EPA Union to Congress: Political Influence Over EPA Must Stop Now
WASHINGTON—American Federation of Government Employees Council of EPA Local #238 Charles Orzehoskie today told Congress that in his 37 years of service with the Environmental Protection Agency, he had never experienced such an unprecedented level of political consideration in the performance of EPA’s mission.
“This political influence threatens the integrity of EPA engineers and scientists, and undermines the very mission of the agency,” Orzehoskie said before the House Committee on Science and Technology Subcommittee on Investigations and Oversight. “EPA should return to making decisions that are based upon reasonably obtainable economic and technical information, as well as upon peer-reviewed sound science. Initiating these changes now, would improve EPA staff morale, and subsequently help accomplish EPA’s mission.”
Orzehoskie’s testimony coincided with the release of a report by the U.S. Government Accountability Office that found that EPA’s effort to close regional and research libraries around the country was seriously flawed. GAO reported that “EPA did not effectively justify its decision to reorganize its library network; the final network configuration is still uncertain; EPA lacks a strategy to ensure continuity of library services and does not know whether its actions have impaired access to environmental information; EPA lacked oversight of the reorganization process and does not have procedures that would allow the agency to measure performance and monitor user needs; and that additional funds were not allocated to assist offices in closing their libraries.” GAO recommended—and EPA agreed to—continue its moratorium on further changes until it takes suggested corrective actions.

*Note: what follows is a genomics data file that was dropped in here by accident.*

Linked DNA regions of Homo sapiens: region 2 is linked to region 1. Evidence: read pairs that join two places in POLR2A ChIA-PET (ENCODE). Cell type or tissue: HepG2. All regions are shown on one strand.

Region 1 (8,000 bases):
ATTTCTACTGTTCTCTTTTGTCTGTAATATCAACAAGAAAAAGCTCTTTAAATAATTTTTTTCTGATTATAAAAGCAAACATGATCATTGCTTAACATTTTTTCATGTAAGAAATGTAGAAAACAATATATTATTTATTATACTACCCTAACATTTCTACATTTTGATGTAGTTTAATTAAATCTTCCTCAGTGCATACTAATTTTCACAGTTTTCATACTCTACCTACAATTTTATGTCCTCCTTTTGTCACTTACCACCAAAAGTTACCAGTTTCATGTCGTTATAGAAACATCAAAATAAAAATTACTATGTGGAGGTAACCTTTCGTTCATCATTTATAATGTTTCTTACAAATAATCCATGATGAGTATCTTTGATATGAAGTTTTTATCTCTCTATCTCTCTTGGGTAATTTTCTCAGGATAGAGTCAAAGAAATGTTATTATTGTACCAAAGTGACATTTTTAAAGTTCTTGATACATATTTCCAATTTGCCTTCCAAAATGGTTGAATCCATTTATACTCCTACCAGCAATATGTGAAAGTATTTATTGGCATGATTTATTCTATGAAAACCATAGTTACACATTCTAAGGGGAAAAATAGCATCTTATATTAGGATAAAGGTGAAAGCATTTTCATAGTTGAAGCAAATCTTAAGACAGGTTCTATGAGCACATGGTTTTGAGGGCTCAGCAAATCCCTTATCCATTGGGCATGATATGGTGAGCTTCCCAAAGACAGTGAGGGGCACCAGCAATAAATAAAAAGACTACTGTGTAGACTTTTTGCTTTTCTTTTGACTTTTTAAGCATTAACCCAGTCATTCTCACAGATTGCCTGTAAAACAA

In his testimony, Orzehoskie thanked Congress for providing an additional $1 million in the FY08 budget to help reopen the closed EPA libraries, but expressed concern that the funding may be insufficient to get all of the closed libraries back to full service, address the reduced service at remaining libraries, and address the reduced periodical subscriptions. Further, he pointed out that there is no funding to rehire research librarians who play a critical role at EPA’s libraries. Orzehoskie also requested aggressive oversight by Congress to ensure that EPA successfully reopens and restores its libraries in a timely and effective manner.
Only a few weeks ago, a federal arbitrator found EPA guilty of unfair labor practices and acting in bad faith with regards to the library closures. EPA was ordered to bargain with unions before making any further changes in its library network.